View Full Version : The closed loop repurposed to clean the sand

08-19-2014, 02:34 AM
Any way to repurpose a closed loop into something more functional?

I've got plenty of flow from my 4 MPs and 2 Moceans so I was thinking of connecting a large canister filter to aid in sandbed cleanup duty. I hate vacuuming and in my current quest for ultimately automating most things, this is the one task I desperately need to devote some brain cells towards. The poop just doesn't get forced up high enough to be drawn to the overflows.

I dont need it constantly running (I dont want a nitrate factory), maybe automated to run 3 hrs a day synced with Vortech's nutrient transport mode...or esp after I stir up the sand a bit.

Is there a DIY out there like a sealed box of socks (lol), or a better product than a canister of sponges that's robust enough for this task? I figure I can reverse the flow so that the 4 nozzles at the sand level can be fitted with strainers and suck the detritus to a filter and forced through what is now the intake. Can I get away with cleaning the filter only once a month? Running full time or intermittently?

My 180 is a year old, looking great, but I refuse to vacuum 3" of sand. Old tank syndrome is where I'm headed.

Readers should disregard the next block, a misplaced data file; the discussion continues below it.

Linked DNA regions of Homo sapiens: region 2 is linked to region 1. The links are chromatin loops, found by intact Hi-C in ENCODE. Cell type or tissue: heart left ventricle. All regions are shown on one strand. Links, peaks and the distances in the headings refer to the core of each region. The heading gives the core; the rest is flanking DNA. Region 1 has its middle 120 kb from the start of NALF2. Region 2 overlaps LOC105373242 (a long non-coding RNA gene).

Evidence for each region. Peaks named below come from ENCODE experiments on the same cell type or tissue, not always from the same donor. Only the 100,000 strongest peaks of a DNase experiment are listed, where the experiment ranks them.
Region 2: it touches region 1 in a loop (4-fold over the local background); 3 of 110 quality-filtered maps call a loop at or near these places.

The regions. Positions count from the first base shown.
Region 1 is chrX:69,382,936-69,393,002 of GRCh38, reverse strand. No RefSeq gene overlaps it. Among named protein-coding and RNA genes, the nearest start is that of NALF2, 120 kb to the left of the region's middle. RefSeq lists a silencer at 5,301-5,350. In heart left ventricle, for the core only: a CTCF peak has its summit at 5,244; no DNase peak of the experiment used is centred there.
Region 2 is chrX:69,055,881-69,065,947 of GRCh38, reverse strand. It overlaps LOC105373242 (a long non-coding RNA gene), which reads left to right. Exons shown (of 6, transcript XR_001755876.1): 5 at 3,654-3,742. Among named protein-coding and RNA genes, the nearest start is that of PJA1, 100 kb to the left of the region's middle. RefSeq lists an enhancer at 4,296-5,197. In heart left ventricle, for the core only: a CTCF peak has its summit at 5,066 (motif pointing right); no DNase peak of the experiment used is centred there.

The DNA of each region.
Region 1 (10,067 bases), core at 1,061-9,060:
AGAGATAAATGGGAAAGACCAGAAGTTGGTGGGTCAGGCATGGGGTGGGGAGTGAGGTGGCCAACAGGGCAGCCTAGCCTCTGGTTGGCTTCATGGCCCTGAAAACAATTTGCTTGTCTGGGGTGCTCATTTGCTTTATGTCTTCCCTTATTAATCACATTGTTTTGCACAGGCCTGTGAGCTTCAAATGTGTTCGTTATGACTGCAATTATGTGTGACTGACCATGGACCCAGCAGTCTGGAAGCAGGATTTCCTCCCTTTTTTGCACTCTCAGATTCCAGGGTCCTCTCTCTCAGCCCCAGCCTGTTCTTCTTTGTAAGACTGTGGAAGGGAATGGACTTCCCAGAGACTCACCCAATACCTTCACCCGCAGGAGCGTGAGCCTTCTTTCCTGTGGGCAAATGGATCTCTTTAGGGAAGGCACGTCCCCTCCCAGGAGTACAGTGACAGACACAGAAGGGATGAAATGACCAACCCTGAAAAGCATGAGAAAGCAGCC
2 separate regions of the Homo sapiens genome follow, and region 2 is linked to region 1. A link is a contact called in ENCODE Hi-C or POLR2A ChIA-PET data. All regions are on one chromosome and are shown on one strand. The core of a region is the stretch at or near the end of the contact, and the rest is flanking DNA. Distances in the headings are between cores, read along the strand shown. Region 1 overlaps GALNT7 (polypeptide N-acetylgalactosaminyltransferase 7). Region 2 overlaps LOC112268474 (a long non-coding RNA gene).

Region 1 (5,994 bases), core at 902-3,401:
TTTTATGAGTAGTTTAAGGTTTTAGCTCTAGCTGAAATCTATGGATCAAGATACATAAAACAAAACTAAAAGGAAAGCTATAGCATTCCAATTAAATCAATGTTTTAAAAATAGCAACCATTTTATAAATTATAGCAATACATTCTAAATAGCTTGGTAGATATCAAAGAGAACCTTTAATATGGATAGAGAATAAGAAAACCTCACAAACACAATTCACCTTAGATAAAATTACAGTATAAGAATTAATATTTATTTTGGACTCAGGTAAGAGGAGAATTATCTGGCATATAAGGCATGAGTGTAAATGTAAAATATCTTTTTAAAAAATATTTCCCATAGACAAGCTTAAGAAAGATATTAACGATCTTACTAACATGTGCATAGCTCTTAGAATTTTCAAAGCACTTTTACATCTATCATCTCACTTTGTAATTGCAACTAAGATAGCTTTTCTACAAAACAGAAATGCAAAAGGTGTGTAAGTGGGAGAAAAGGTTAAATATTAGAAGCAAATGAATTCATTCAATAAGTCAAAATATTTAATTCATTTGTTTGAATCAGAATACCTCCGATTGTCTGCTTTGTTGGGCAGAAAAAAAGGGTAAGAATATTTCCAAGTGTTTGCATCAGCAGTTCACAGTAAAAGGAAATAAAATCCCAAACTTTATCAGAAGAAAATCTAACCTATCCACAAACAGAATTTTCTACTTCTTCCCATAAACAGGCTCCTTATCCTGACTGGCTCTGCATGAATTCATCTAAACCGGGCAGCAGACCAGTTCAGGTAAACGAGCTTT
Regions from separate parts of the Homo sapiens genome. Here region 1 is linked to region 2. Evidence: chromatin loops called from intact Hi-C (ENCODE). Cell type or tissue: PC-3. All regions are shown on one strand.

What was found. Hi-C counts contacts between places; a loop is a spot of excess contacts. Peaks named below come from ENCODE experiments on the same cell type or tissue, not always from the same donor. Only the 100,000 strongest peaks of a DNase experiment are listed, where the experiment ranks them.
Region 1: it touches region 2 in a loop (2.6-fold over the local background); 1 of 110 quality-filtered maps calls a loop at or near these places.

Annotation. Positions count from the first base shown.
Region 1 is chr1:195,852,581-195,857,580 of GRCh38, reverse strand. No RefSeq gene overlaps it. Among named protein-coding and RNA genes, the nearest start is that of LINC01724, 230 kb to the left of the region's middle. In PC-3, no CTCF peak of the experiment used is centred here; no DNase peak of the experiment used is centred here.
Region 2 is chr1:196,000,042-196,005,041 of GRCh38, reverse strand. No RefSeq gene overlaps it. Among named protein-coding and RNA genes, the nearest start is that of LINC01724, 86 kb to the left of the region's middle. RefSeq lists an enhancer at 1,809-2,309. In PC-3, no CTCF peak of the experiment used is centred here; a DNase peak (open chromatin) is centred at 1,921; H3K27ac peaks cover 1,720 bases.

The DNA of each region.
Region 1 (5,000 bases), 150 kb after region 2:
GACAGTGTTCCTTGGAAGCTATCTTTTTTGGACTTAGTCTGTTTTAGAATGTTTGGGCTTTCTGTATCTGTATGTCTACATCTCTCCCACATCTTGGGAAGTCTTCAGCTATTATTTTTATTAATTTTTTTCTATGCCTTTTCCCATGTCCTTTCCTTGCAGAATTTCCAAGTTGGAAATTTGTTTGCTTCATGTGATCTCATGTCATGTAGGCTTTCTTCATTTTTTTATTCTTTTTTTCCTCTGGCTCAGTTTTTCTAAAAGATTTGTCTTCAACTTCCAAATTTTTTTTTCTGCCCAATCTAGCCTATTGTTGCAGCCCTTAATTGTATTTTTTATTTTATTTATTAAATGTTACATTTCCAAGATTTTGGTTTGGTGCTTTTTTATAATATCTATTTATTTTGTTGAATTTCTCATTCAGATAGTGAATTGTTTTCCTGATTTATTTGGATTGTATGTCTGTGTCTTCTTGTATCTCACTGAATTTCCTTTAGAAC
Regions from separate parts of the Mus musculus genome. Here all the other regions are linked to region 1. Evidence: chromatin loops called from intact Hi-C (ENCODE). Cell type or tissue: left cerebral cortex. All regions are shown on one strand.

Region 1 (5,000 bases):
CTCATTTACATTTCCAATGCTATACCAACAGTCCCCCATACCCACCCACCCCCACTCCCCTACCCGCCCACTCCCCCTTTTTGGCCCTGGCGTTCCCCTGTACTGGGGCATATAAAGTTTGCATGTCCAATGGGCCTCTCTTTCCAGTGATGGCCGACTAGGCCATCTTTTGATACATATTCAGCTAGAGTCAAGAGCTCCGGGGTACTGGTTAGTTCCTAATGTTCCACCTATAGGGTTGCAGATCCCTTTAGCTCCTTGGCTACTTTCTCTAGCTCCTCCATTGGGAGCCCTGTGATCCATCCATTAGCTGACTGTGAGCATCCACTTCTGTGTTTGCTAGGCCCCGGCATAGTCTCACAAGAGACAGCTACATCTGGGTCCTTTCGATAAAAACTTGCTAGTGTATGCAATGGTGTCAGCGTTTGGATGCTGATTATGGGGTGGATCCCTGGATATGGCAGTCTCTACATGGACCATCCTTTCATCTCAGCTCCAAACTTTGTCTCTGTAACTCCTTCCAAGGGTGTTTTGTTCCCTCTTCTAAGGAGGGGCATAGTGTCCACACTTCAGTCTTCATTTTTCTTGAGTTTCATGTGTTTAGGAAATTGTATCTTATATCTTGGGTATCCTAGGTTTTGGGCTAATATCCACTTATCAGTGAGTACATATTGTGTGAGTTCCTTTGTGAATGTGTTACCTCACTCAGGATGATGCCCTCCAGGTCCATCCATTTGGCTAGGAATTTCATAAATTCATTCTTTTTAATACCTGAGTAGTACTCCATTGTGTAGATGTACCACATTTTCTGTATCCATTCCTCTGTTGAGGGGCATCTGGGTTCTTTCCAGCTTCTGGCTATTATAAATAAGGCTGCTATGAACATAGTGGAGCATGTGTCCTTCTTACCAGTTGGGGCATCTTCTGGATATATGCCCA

Back up plan is to just reverse the flow of the DC pump and out to the house drain for a more traditional semi-automated vacuum/water change system.

08-19-2014, 04:42 AM
I don't know about the closed loop.
What I want to comment on is your canister filter. If you leave detrius in the cannister more than 4 days/week, it will decompose and send the nutrients right back into the tank. Thats why people clean their filter socks regularly.
The other camp doesn't use filter socks and they let the detrius decompose anyway and let the skimmer pick up the DOCs
I run a small HOB with a filter and clean it out every 3-4 days. Nutrient export.
It takes me about 5 min.
There is a lot of ways to do detrius and I am sure someone else will chime in

08-30-2014, 06:18 PM
Get a huge clean up crew and no more old tank syndrome.